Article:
• You have some number of hosts which are only reachable through that server, to which you would like to connect
  • All connections are done with SSH

This can be accomplished by using the "server" as a jumpstation to reach the hosts logically behind it, using SSH's port forwarding functionality.

(It's probably worth noting that what I describe here isn't strictly a jumpstation setup, as a jumpstation is typically taken to be a minimal host to which a connection is established for the express purpose of establishing a further, isolated connection, thereby maintaining a degree of network isolation between the two endpoint hosts such that one still can't directly reach the other. Still, it's close enough that the term seems applicable.)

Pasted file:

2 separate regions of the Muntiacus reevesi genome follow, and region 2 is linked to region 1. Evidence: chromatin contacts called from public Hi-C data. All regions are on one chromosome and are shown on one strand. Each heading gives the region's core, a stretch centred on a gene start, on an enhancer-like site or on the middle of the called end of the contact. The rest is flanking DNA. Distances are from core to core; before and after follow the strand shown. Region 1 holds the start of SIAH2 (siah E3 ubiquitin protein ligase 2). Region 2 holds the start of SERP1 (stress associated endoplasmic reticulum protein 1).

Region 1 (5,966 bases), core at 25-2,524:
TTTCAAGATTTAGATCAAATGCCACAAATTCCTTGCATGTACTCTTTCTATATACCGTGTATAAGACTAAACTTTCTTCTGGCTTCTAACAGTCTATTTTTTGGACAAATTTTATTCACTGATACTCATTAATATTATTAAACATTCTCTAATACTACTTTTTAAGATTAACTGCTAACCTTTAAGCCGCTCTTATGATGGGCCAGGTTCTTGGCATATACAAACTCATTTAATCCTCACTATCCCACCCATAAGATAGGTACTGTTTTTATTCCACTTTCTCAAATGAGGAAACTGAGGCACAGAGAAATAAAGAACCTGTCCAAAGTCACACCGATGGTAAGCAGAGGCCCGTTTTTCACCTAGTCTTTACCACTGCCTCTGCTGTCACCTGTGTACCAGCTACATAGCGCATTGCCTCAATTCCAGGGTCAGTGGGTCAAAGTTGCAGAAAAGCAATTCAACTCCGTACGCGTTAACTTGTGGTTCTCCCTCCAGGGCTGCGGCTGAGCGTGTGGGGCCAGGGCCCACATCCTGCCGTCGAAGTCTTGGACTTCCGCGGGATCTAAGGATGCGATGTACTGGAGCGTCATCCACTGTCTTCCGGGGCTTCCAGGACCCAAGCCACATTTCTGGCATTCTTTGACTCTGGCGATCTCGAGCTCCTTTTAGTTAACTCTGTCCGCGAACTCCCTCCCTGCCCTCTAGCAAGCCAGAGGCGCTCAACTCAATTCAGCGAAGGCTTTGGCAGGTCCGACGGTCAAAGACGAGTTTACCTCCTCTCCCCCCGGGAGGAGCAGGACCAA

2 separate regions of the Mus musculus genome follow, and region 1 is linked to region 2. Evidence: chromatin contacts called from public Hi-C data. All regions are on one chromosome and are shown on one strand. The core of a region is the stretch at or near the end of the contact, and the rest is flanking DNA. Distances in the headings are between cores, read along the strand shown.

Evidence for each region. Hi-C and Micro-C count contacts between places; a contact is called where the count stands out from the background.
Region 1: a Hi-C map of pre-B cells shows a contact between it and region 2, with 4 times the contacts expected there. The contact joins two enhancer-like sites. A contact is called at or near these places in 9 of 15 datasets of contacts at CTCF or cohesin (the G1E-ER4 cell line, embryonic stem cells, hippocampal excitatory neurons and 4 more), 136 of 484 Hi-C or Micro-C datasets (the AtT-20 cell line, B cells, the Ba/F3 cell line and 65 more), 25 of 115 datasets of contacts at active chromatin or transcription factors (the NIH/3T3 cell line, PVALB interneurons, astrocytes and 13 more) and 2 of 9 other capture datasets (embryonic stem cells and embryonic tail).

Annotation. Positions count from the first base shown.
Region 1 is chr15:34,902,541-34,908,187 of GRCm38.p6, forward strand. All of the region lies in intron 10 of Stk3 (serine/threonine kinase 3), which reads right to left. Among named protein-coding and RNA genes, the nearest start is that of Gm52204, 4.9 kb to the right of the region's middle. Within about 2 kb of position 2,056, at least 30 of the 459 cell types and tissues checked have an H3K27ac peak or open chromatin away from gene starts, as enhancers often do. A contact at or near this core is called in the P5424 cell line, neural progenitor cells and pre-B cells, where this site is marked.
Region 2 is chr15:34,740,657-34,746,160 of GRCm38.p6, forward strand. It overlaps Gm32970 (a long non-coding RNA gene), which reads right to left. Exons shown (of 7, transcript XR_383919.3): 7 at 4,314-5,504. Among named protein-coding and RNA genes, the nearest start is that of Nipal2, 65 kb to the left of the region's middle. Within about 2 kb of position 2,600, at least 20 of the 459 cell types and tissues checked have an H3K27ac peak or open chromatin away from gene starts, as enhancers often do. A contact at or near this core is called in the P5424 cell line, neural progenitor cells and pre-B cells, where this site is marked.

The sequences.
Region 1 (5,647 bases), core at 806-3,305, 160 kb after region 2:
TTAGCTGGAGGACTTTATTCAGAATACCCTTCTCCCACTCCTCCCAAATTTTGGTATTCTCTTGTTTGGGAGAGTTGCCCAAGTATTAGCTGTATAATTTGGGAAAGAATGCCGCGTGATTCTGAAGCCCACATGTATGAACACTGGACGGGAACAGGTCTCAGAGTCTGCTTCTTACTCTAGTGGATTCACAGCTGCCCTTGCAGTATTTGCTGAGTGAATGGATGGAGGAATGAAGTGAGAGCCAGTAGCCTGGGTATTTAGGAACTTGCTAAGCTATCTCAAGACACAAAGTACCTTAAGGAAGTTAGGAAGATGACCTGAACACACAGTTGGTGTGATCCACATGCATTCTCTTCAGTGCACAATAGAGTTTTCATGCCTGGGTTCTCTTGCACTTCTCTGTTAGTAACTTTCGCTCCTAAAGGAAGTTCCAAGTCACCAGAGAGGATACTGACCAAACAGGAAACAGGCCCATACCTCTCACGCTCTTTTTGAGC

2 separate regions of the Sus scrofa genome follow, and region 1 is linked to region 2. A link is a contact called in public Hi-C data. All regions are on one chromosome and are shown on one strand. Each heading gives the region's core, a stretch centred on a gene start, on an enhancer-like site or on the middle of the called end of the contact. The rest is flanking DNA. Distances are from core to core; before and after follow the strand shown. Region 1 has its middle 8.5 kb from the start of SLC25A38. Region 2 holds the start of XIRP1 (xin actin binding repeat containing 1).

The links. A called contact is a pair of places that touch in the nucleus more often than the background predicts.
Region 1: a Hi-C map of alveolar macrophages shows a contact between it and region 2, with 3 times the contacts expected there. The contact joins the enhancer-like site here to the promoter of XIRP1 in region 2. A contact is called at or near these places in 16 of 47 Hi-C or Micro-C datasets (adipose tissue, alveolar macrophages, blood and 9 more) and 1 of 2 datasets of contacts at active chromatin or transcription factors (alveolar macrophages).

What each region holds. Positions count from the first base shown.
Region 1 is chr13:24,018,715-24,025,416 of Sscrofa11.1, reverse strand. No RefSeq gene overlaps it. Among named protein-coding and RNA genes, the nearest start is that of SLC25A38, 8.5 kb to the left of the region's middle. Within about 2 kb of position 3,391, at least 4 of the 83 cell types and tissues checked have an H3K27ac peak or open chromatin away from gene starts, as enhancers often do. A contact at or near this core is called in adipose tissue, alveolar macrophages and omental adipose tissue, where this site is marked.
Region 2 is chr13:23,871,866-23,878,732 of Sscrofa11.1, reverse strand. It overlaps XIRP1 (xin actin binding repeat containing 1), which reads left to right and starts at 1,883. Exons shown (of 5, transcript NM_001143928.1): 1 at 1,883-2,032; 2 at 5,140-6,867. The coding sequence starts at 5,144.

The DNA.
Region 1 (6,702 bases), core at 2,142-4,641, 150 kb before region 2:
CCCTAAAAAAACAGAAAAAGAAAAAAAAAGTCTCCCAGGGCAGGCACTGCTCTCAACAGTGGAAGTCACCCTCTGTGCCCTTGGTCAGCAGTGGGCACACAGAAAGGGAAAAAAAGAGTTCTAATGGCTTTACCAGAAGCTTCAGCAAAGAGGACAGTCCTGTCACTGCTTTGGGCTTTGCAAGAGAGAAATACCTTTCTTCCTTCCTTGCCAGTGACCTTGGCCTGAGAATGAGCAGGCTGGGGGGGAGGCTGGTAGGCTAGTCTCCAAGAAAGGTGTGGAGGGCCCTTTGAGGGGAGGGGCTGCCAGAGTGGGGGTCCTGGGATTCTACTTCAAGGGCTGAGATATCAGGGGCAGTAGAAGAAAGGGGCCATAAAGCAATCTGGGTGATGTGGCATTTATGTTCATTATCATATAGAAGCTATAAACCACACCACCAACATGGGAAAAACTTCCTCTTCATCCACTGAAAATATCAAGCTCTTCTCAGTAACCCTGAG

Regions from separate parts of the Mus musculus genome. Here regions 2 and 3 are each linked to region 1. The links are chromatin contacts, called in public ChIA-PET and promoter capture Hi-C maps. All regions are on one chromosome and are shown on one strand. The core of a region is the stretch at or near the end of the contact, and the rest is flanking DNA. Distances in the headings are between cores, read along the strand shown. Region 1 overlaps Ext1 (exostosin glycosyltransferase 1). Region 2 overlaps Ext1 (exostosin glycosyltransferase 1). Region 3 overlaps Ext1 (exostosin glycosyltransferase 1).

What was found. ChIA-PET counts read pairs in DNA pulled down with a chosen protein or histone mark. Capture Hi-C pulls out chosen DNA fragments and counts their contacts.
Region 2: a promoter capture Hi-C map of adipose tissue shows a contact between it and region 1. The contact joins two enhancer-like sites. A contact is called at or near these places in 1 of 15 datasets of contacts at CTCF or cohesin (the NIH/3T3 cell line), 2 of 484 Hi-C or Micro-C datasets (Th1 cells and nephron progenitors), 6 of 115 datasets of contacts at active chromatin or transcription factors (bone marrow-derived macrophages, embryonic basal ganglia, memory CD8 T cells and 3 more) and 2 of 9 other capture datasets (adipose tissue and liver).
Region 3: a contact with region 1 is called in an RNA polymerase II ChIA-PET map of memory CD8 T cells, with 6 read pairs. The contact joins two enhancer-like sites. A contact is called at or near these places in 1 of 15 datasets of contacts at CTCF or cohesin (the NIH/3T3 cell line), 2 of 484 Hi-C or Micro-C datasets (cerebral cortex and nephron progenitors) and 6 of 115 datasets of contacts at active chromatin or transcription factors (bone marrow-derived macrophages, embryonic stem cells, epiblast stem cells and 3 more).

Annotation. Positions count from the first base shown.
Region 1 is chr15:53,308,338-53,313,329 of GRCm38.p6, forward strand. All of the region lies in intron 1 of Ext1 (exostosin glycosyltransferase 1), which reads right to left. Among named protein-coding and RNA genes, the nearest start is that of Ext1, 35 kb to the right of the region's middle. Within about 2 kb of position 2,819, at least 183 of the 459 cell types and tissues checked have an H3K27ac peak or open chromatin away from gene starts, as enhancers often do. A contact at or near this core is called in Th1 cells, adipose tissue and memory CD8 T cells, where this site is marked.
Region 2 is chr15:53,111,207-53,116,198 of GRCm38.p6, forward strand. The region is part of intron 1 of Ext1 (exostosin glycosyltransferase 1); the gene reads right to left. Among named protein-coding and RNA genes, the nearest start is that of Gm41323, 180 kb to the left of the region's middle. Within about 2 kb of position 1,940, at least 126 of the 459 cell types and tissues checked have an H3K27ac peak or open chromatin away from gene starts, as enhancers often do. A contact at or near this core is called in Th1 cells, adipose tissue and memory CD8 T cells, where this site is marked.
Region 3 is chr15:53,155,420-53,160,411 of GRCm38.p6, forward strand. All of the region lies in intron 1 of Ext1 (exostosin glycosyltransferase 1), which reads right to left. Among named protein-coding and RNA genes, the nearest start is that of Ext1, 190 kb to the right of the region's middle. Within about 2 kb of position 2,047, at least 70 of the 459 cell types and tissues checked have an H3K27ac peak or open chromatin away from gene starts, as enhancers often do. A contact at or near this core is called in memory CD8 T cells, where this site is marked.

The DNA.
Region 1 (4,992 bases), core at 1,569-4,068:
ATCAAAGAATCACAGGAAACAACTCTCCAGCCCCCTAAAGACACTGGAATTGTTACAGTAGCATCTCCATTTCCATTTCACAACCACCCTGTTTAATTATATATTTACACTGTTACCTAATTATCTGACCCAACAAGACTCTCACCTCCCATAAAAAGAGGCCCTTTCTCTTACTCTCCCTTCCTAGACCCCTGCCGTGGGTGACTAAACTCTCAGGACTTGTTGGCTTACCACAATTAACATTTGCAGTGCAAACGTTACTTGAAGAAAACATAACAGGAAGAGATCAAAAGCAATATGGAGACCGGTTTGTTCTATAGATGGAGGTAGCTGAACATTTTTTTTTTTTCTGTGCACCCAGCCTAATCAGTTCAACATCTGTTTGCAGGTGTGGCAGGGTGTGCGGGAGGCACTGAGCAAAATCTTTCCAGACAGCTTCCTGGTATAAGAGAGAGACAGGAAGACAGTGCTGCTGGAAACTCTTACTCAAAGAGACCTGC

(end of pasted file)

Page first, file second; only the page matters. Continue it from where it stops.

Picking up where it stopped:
First, set things up so that you can conveniently connect from the client to the server. It sounds like you have already done this, but if not, that's the place to start.

Second, start a SSH connection with port forwarding to the host that you ultimately want to be able to connect to.

Third, connect to the local-listen forward port on the client, in order to reach the host you want to ultimately connect to.

Port forwarding can be a little tricky to get right, but the basic principle is simply that you choose a local port, which the server will then forward, according to its own network settings, to a different host and port. This enables you to reach a host through the SSH connection which you couldn't reach directly; even one on an entirely different LAN segment. The only requirement is that it's reachable over TCP/IP from the server; to the final destination host, the traffic looks like it came from the server, not from the ultimate client.